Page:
Sliding Scale of Libertarianism and Authoritarianism
As stated in the Strawman Political
article, in the real world, everyone is the hero of their own story, and this extends to their beliefs, especially political. This can influence authors' work to lean in one way or the other.
One of the dimensions of politics is the libertarian/authoritarian axis.
- Libertarianism is about the individual having freedom to do whatever he likes. "As long as he isn't hurting anyone else" is often, but not necessarily, part of the description. In Western society, there tends to be a positive portrayal of such societies.
- Authoritarianism is about things being best if someone (preferably someone good) is running things for the good of all. The state will control things for the greater good. In modern society, these tend to be portrayed negatively, though they don't have to be.
Compare Order Versus Chaos
Please note: This list is ranked with Libertarian examples near the top and Authoritarian examples near the bottom. The lower on the list, the more Authoritarian the example.
Also please note:
- This does not refer to economic neoliberalism, which in the US is often referred to as "libertarianism", but is simply the absence of authority.
- This list refers to "libertarianism" only in the social sense, leaving arguments about economics out of it. And to limit the Internet Backdraft and disputed listings on this page, please list only societies in fictional works. No straight Real Life examples, please; Wikipedia has plenty of those.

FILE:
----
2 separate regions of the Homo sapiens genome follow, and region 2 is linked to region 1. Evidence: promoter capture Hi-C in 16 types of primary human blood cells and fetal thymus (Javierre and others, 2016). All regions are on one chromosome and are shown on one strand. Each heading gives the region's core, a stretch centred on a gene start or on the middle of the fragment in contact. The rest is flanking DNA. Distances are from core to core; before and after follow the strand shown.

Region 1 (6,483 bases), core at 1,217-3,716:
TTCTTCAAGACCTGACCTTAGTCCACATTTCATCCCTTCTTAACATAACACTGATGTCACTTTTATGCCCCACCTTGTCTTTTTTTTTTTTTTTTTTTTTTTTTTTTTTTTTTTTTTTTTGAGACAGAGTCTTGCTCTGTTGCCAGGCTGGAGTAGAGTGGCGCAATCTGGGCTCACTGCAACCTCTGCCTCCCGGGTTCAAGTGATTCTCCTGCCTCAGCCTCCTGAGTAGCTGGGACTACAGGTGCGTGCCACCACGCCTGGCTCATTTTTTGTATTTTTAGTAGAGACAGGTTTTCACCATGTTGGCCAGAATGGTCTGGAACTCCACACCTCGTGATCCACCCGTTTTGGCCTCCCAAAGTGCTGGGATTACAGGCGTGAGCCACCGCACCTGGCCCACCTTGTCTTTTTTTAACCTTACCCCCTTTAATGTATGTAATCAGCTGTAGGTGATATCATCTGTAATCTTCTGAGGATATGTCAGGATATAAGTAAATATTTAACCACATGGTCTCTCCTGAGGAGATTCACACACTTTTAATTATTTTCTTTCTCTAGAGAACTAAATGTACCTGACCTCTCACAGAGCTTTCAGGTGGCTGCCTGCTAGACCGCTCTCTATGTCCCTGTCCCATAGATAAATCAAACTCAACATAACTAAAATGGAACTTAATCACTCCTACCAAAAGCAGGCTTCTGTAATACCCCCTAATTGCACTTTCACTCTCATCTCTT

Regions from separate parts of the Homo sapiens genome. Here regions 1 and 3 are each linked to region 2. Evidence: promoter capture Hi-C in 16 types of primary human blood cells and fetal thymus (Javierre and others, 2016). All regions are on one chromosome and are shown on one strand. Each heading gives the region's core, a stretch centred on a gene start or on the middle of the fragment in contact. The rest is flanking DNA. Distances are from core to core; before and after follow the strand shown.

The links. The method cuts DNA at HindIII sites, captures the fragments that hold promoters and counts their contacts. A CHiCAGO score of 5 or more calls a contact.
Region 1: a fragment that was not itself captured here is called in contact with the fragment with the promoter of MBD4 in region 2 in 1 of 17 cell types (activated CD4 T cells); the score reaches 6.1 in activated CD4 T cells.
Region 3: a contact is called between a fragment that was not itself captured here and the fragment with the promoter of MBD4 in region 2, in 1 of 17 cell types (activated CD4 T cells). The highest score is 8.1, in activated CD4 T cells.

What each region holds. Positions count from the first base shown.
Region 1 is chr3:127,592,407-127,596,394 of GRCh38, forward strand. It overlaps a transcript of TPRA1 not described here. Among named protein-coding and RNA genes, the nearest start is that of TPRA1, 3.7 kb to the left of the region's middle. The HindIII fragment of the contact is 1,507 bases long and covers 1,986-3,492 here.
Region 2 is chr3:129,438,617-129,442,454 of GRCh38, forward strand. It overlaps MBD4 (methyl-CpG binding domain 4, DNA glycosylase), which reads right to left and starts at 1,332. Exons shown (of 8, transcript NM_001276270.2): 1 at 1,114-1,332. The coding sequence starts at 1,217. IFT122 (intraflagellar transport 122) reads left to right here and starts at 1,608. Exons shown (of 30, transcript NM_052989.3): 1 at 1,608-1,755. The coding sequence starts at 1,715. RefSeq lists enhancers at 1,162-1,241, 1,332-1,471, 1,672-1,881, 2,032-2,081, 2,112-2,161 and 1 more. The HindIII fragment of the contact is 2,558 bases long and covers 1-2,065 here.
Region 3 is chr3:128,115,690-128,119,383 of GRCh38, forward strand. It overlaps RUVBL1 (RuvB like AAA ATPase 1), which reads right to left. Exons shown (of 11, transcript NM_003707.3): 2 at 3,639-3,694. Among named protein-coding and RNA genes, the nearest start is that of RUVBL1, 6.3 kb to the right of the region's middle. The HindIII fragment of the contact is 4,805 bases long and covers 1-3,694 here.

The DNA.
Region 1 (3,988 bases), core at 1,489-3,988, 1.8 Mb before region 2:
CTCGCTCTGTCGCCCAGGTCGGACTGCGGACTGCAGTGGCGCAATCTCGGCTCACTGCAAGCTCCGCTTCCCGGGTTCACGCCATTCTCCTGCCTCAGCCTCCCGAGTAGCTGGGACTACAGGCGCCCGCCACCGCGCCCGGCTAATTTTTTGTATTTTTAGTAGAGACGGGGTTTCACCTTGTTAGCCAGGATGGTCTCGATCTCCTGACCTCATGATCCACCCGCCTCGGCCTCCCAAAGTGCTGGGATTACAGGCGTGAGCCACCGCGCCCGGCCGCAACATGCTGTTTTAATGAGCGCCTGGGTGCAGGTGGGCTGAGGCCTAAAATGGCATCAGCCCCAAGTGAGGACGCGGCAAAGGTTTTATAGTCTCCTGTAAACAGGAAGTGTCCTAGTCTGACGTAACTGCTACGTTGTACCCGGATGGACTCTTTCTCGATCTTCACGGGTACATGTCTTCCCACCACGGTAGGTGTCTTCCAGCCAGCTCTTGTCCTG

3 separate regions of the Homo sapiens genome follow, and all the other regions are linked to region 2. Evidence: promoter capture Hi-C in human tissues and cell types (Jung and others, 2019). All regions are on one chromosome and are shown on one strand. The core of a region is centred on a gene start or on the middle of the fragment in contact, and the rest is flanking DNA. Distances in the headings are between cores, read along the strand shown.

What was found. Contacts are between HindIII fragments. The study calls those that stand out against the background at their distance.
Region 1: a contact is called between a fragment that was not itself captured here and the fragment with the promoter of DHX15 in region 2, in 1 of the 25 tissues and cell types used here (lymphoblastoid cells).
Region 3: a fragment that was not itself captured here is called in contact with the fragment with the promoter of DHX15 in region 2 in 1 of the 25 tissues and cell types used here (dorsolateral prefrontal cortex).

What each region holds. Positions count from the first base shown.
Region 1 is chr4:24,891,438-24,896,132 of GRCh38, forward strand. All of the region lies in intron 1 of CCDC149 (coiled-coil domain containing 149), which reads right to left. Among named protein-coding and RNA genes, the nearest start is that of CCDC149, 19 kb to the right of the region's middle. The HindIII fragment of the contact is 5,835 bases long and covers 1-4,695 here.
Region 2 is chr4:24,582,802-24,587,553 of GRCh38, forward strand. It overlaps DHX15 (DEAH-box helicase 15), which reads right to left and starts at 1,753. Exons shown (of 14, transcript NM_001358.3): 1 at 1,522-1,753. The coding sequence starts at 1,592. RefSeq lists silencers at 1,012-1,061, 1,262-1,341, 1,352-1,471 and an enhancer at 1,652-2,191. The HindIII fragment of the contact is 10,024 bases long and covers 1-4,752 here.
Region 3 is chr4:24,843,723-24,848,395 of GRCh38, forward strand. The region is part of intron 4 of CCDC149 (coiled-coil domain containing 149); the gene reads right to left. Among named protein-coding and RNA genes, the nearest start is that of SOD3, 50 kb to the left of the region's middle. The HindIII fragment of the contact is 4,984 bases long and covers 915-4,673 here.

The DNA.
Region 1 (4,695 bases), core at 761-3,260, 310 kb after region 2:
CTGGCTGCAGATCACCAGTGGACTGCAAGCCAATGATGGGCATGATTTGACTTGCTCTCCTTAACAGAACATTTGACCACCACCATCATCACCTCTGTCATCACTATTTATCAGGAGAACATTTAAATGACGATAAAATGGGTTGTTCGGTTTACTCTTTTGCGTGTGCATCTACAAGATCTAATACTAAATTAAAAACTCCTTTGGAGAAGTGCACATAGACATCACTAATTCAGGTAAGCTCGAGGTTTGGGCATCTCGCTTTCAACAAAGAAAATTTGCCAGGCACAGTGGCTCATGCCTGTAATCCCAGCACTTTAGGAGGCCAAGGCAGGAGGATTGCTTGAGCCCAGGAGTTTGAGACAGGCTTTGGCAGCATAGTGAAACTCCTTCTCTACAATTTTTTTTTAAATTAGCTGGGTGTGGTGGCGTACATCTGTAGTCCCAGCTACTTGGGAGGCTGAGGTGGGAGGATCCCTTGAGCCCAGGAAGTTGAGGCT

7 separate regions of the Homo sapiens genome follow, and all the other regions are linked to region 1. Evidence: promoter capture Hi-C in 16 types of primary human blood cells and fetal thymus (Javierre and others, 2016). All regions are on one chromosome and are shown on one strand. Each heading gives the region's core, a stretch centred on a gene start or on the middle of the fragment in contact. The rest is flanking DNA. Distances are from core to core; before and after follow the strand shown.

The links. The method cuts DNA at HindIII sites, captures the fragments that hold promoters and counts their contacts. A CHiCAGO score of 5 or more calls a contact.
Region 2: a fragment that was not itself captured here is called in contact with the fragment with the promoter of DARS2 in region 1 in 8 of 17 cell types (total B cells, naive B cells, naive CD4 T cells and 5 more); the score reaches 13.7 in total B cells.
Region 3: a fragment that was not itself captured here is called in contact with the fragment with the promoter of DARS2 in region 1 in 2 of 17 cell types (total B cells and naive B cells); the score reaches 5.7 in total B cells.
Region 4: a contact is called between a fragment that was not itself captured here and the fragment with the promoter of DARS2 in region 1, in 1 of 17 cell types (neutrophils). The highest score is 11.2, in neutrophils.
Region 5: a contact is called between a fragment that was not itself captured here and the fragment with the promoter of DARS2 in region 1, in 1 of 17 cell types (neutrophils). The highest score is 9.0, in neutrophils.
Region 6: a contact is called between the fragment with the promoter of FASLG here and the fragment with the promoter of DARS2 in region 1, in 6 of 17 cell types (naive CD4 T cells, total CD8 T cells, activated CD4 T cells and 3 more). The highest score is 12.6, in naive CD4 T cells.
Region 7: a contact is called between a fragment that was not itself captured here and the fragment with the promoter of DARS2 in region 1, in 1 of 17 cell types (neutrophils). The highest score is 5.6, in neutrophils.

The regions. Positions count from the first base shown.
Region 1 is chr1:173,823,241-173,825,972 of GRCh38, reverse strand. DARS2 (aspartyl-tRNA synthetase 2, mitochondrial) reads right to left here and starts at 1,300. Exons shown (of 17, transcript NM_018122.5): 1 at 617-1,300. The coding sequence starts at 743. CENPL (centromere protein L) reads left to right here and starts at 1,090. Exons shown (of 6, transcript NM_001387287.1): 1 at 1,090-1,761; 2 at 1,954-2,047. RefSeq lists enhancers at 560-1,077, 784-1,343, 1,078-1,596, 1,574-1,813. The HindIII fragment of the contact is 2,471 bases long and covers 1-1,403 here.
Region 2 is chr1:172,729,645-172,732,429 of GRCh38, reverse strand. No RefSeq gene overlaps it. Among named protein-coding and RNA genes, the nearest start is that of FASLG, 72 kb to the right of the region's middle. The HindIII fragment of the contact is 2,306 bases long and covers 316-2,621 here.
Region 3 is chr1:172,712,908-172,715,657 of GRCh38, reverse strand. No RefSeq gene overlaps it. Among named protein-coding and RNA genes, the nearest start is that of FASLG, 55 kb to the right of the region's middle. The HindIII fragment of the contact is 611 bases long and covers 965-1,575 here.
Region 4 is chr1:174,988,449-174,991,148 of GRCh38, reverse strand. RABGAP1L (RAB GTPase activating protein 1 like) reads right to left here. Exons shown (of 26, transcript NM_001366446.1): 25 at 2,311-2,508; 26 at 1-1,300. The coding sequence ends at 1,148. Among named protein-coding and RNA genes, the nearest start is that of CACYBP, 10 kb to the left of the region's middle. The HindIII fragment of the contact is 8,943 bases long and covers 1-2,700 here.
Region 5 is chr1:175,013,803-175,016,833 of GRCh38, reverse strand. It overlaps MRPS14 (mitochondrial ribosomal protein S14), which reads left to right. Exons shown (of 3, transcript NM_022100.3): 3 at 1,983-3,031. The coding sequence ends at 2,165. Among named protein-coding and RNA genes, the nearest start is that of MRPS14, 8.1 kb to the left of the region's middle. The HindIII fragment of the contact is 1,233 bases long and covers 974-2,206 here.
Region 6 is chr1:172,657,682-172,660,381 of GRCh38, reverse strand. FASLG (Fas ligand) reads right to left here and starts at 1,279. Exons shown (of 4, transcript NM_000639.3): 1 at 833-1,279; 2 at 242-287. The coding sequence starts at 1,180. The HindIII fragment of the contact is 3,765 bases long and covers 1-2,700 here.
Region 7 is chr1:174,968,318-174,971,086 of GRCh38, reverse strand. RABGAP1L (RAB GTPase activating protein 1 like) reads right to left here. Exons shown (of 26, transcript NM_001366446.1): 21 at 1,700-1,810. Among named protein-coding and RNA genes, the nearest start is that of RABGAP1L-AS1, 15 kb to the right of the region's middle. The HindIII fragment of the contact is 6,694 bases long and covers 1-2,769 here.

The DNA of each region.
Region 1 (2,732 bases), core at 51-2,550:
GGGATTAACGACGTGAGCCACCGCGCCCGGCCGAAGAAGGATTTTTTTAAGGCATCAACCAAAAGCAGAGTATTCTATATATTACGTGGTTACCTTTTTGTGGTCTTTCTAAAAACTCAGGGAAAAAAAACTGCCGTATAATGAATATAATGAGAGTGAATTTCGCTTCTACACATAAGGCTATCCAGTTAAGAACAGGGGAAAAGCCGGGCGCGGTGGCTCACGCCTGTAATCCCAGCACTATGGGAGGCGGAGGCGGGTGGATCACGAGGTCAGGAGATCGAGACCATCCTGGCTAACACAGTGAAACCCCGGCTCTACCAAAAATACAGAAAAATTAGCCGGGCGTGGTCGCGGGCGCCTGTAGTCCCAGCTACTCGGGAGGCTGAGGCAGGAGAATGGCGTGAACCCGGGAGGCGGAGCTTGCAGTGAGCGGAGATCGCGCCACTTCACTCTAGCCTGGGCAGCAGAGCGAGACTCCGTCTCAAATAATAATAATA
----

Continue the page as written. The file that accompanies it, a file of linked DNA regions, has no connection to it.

- It's best to think of this as independent of concepts of political "left" and "right". Think of this as the up/down y-axis to the left/right x-axis.
— Almost no rules.
- Larry Niven's Cloak of Anarchy is about having areas called "Free Parks" where the only rule is no violence: a surveillance system stuns both the aggressor and the victim for a few minutes if it happens. When someone destroys that system, accidentally locking the gates in the process, everything degenerates quickly.
- The North American Confederacy in The Probability Broach carries its libertarianism to almost ridiculous levels. When they discover that a faction is smuggling nuclear weapons from our timeline in order to set up a dictatorship, they refuse to act because the right to keep and bear arms is sacred. Incidentally, this is not a parody; the NAC is the author's ideal society.
- Nicely deconstructed in Jennifer Government: instead of a privatised government being portrayed as a non-ironic Mary Suetopia, the lack of rules (especially in business) is taken to the extreme of companies killing their teenage consumers to make their products seem cool.